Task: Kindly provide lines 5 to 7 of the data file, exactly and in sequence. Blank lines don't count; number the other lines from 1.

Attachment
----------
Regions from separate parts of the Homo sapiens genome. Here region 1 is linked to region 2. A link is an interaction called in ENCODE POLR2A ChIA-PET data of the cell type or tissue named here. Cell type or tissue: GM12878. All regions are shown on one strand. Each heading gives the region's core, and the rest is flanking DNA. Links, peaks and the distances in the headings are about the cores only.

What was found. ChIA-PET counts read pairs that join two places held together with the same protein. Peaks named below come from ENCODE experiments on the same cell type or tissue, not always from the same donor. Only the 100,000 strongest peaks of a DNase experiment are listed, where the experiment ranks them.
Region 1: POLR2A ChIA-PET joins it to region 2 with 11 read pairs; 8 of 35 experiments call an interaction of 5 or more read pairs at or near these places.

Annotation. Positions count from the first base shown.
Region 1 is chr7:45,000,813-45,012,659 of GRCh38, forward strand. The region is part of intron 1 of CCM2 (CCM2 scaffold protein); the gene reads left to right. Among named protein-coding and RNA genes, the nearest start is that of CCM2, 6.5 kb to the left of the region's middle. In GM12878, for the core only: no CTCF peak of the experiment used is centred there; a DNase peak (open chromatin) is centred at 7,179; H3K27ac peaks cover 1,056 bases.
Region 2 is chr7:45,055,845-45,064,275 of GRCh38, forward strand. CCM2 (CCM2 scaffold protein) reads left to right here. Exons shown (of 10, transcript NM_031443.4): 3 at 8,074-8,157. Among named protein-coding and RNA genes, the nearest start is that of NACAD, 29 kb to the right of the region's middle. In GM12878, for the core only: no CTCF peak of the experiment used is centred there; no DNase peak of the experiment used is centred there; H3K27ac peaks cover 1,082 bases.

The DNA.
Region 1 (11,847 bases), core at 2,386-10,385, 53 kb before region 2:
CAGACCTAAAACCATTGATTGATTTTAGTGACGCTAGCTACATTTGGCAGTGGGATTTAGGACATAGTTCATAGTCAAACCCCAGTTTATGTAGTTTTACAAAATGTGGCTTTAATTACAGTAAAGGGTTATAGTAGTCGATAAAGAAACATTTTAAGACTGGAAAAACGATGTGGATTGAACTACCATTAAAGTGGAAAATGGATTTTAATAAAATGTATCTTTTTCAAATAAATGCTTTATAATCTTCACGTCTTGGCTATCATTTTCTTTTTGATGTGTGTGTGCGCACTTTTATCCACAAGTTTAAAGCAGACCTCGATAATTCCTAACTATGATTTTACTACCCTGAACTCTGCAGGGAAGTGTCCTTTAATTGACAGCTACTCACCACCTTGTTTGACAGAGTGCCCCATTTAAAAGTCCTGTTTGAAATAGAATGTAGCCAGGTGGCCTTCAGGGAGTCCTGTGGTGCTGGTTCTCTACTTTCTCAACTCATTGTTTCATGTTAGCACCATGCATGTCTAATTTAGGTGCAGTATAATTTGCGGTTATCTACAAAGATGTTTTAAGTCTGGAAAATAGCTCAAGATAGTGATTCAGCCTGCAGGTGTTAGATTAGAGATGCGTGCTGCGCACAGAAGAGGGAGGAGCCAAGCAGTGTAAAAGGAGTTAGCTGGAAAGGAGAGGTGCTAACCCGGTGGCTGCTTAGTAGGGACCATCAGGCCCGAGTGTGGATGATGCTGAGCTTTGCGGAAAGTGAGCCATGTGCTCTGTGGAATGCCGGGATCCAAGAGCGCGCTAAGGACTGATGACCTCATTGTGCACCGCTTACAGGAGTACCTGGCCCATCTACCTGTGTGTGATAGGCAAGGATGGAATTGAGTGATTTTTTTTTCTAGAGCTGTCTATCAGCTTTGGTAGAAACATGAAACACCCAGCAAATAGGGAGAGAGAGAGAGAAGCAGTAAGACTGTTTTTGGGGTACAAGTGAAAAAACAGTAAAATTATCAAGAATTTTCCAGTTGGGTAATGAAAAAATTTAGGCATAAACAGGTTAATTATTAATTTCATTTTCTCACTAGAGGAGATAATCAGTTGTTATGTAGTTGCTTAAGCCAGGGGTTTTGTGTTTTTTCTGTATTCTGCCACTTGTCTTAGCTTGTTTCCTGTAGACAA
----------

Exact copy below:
Region 1 is chr7:45,000,813-45,012,659 of GRCh38, forward strand. The region is part of intron 1 of CCM2 (CCM2 scaffold protein); the gene reads left to right. Among named protein-coding and RNA genes, the nearest start is that of CCM2, 6.5 kb to the left of the region's middle. In GM12878, for the core only: no CTCF peak of the experiment used is centred there; a DNase peak (open chromatin) is centred at 7,179; H3K27ac peaks cover 1,056 bases.
Region 2 is chr7:45,055,845-45,064,275 of GRCh38, forward strand. CCM2 (CCM2 scaffold protein) reads left to right here. Exons shown (of 10, transcript NM_031443.4): 3 at 8,074-8,157. Among named protein-coding and RNA genes, the nearest start is that of NACAD, 29 kb to the right of the region's middle. In GM12878, for the core only: no CTCF peak of the experiment used is centred there; no DNase peak of the experiment used is centred there; H3K27ac peaks cover 1,082 bases.

The DNA.